Austin S. A., Baumgardner J. R., Humphreys D. R., Snelling A. A., Vardiman L. and Wise K. P. 1994. Catastrophic plate tectonics: a global Flood model of earth history, in: Walsh, R. E. (editor), Proceedings of the Third International Conference on Creationism, Creation Science Fellowship, Pittsburgh, pp.609-621.

      Chadwick A. V. 1993. Megatrends in North American paleocurrents, Symposium on Paleogeography and Paleoclimatology, Society of Sedimentary Geologists, SEPM Abstracts with Program, 8:5815.

      Whitmore J. H. and Garner P. 2008. Using suites of criteria to recognize pre-Flood, Flood, and post-Flood strata in the rock record with application to Wyoming (USA), in: Snelling A. A. (editor), Proceedings of the Sixth International Conference on Creationism, Creation Science Fellowship, Pittsburgh and Institute for Creation Research, Dallas, pp.425-448.

      Wise K. P. 1995. Towards a creationist understanding of ‘transitional forms’. Creation Ex Nihilo Technical Journal, 9(2):216-222.

      • Thanks for the answer, Paul, but I don’t know that those lines of evidence are as coincident as you say. For one, cratonic sequences are known well into the Cenozoic (I’m thinking of the Tejas), long after the Cretaceous, so it isn’t true that the Cenozoic is typified by regional scale hydrodynamics. Second, there is evidence for cooling trends throughout many parts of the sedimentary record, not just during the Cenozoic. The Ordovician and Carboniferous — both units supposedly deposited during the Flood — preserve evidence of major cooling trends on a scale similar to that seen during the Cenozoic (in fact, cooling during the Ordovician was even more precipitous). Third, if we assume a YEC perspective, stratomorphic series are not indicative of evolutionary relationships through time (lest all amniotes become united within a single baramin), so the point about horse ecomorphology tracking climate in the Cenozoic is essentially rendered moot.
        I do appreciate the answer, though.

        • I think you’re underplaying the differences between the Palaeozoic-Mesozoic and Cenozoic. The Tejas really isn’t comparable to, say, the Sauk, which left a major sandstone body across much of the North American craton. There was no comparable flooding of North America during the Cenozoic. Elsewhere in the world the Tejas transgression left more of a record, but even then it peaked midway through the Cenozoic. Besides, the end of the Flood was almost certainly a more gradual affair than its beginning, and is defined biblically by Noah’s departure from the ark because the earth around the ark was dry. That makes it much harder to know where to put the golden spike in the stratigraphic record, although I think the Cretaceous-Palaeogene boundary is a good approximation. When I consider all the data – whether from oxygen isotopes in the oceanic record, palynological trends in the continental record, the parallel stratomorphic series among the mammals, the change in scale of sedimentary packages, the changing trends in palaeocurrents – I don’t think any other part of the record looks post-Flood like the Cenozoic does. One final point: at least some of the data interpreted in terms of global cooling in earlier parts of the record has other explanations in creation geology (e.g. diamictites as catastrophic underwater debris flows rather than glacial indicators).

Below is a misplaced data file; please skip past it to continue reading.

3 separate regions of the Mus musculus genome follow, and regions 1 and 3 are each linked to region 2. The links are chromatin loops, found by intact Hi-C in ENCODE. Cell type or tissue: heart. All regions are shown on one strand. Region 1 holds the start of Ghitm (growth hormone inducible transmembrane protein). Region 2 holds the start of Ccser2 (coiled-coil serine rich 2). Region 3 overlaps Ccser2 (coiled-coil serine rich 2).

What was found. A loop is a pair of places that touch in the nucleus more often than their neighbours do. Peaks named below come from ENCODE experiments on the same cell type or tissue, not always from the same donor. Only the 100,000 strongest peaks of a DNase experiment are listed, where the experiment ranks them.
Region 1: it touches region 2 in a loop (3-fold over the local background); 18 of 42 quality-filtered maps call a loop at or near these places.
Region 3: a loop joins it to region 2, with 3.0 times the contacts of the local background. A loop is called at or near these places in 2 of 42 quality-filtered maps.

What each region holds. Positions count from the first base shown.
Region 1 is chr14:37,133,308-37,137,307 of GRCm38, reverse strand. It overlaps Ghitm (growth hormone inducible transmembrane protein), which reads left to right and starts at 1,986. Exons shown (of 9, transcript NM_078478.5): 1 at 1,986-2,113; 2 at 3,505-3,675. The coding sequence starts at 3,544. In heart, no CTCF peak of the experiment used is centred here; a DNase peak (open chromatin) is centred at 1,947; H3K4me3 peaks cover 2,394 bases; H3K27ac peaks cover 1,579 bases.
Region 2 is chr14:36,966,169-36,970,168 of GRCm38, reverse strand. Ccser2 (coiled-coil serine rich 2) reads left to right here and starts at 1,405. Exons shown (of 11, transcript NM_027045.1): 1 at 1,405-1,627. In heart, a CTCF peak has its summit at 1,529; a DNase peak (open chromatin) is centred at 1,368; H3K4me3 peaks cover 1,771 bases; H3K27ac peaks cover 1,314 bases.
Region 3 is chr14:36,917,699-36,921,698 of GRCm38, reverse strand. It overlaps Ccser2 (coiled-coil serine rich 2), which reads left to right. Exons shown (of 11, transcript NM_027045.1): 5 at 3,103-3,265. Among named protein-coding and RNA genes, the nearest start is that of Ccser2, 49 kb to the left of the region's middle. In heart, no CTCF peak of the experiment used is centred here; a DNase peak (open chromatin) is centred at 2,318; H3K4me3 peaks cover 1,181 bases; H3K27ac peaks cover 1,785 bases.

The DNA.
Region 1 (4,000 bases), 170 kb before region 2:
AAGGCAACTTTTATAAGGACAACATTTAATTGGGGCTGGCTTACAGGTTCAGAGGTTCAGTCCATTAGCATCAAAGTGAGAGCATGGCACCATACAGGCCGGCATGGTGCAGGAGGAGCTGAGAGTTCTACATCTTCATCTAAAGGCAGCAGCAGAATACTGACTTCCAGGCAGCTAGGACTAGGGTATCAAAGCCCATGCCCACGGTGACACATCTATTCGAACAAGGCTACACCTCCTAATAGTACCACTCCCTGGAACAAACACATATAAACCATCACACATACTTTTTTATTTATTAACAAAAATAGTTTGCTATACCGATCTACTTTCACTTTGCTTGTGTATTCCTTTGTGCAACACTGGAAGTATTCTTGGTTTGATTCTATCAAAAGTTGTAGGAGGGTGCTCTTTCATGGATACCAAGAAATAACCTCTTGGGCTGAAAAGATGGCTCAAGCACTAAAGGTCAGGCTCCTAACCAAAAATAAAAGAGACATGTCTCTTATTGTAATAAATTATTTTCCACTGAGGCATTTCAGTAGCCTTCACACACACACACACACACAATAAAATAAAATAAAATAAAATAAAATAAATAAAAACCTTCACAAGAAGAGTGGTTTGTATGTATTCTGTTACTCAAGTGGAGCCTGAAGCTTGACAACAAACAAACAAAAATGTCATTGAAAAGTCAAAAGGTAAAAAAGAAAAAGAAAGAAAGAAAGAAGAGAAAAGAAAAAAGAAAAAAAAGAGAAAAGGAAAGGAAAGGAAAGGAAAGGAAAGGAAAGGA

3. So, does the study show sudden ratio changes before and after the Cretaceous point? Are there lots of ratio changes in the Jurrasic layers which would have been laid down in the middle of the Flood?

    Are there other studies that show sudden ratio changes of any sort between the pre-Cambrian and later layers like the Ordoclavian, Silurian, etc?

    Especially if the RATE study is taken seriously with its claim of million times faster radioactive decay during the Flood, various ratios between all sorts of elements should be drastically different in the Pre-, Intra-, and Post-Flood soils.

    (I’m asking this somewhat facetiously since I already know the answer is a “No.” Mainly I’m interested in an idea for why they aren’t drastically different.)

    • This study didn’t address what the ratio changes are like in older rocks because it was based on data from calcium carbonate veins in basalts on the modern ocean floor that don’t go back much beyond ~170 Ma (conventional geological date). I don’t know whether other studies have extended the trends further back, say by looking at equivalent data from ancient MORBs or ophiolites.